John F. Kennedy surviving his assassination has always been an irresistible twist for authors of alternate histories. Some of the best writers of the past 50 years have tackled this plot device since that fateful day in Dallas on Nov. 22, 1963. Some are fanciful, such as the 1992 short story collection "Alternate Kennedys," which sent the clan to Hollywood. Others take a serious turn, reversing the 1960s' amazing progress in civil rights.

Here are five intriguing ways history may have changed if Kennedy had survived the assassination attempt, or if gunman Lee Harvey Oswald had never taken the shot.

1. The 1964 election

What if JFK had lived through the assassination attempt on Nov. 22, 1963? There may never have been a Warren Commission to investigate the crime, and the wealth of conspiracy theories that followed may have never arisen. But there would have still been investigations. [The 10 Wildest Conspiracy Theories]

And in the alternate history presented in Bryce Zabel's novel, "Surrounded by Enemies: What If Kennedy Survived Dallas?" (Publish Green, 2013), those investigations threaten Kennedy's ability to win re-election by revealing his personal and political secrets. Those include his affairs and ties to the mob. In Zabel's novel, the revelations trigger an impeachment battle.

Tensions were already escalating in Vietnam in 1963. Just a few months before Kennedy was killed, he supported a coup that ended with the death of South Vietnamese president Ngo Dinh Diem. In the documentary film project "Virtual JFK," historians suggest Kennedy would have pulled out of Vietnam, resisting pressure to escalate the war.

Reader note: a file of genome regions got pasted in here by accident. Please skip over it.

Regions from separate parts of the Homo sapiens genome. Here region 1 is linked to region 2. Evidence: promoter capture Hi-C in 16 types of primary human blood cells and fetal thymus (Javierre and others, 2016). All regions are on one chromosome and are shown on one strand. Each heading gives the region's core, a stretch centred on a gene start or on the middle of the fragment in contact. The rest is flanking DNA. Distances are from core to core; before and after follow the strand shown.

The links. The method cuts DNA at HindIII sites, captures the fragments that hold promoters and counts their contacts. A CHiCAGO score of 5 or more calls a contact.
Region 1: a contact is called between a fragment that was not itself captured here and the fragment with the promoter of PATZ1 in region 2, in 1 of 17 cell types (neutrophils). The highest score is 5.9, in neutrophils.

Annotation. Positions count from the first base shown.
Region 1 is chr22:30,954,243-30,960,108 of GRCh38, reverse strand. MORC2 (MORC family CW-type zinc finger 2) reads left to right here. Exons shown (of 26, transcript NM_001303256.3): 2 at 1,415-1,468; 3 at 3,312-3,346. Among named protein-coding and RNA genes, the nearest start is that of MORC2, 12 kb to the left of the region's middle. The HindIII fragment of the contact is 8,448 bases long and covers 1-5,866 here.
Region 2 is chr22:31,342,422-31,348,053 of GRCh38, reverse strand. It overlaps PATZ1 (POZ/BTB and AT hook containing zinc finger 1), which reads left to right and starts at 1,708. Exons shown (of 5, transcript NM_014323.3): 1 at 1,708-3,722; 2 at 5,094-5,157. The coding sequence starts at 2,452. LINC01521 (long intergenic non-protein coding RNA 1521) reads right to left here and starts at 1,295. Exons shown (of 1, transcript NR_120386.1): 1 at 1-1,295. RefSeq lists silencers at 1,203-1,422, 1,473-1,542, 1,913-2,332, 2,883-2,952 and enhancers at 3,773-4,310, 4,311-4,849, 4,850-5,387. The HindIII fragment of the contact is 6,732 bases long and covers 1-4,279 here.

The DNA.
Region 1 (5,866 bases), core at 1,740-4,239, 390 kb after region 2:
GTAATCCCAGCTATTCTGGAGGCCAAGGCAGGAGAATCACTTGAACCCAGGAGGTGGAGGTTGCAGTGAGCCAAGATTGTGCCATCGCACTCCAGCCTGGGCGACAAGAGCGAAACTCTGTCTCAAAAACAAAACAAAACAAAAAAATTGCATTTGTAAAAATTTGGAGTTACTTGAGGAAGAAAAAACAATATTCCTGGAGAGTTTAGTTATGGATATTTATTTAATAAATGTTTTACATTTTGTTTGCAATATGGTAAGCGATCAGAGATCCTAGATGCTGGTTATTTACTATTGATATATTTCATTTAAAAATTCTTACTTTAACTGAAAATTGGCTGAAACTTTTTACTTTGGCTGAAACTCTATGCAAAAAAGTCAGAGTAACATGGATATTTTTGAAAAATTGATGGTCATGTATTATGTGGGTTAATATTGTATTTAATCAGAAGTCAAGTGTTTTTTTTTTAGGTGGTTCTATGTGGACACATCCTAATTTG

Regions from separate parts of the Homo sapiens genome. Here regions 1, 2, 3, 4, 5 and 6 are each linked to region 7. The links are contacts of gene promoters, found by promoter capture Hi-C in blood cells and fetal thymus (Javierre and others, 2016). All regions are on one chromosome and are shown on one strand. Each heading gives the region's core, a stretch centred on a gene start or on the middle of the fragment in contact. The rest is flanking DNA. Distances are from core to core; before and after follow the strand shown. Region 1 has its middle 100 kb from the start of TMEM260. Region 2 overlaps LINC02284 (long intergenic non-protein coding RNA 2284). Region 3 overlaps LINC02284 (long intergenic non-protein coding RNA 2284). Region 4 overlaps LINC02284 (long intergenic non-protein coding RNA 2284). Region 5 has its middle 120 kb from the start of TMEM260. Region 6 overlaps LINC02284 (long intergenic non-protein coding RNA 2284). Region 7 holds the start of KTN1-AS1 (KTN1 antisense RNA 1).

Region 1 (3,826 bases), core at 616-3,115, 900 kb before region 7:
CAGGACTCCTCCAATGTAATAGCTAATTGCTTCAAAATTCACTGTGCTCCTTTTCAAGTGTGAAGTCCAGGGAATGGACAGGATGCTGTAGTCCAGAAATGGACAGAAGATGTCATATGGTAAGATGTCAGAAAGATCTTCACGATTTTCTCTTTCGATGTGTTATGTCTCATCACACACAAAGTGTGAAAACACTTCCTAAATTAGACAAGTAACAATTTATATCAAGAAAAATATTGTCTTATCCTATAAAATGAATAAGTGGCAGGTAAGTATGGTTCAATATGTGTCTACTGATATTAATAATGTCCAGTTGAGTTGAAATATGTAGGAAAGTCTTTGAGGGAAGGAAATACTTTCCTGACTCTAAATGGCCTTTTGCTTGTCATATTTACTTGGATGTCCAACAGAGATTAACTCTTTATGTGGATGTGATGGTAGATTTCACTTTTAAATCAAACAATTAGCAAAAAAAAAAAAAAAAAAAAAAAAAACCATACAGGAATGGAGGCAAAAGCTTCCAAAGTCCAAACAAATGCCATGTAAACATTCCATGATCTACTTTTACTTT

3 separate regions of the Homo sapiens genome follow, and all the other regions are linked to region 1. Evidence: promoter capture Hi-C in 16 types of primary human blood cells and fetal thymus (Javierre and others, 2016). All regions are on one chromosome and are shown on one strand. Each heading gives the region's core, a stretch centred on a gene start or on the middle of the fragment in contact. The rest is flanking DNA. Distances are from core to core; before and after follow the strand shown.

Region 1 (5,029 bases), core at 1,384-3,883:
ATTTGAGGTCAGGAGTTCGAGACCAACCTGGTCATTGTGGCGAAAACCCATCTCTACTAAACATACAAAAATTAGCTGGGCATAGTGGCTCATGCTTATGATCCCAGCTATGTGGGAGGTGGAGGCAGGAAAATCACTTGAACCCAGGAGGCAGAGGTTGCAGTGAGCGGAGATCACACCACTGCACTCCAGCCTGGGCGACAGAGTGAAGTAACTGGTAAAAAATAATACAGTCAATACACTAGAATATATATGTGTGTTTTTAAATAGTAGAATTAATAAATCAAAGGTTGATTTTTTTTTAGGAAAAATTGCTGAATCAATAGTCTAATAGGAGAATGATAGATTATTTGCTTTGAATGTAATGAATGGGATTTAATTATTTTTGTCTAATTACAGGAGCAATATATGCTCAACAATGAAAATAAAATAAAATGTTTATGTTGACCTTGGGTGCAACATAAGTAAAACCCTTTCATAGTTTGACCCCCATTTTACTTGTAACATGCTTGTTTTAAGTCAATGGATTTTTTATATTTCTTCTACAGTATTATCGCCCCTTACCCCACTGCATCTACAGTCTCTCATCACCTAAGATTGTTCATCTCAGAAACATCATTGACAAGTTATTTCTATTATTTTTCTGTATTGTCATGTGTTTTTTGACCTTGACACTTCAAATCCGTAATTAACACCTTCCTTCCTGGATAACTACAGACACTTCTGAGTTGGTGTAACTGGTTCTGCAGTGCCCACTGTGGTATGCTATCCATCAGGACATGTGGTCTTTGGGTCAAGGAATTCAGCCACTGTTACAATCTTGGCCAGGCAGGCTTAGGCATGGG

Even so, after Kennedy's death, his brother Robert told reporters that JFK had no intention of pulling out of Vietnam historians, as well, aren't sure how the Vietnam War would have concluded with Kennedy in charge.

3. Civil rights

Historians describe the trouble Kennedy would have faced in building consensus in Congress had he continued on for another term. Rather, Lyndon B. Johnson gets credit for pushing through the landmark civil rights and poverty-busting legislation of the 1960s. In the novel "11/22/1963" (Gallery Books, 2012), by Stephen King, a high-school English teacher travels through a time portal to foil Lee Harvey Oswald's assassination attempt. When the time traveler returns to the present, he discovers the 1964 Civil Rights Act never passed.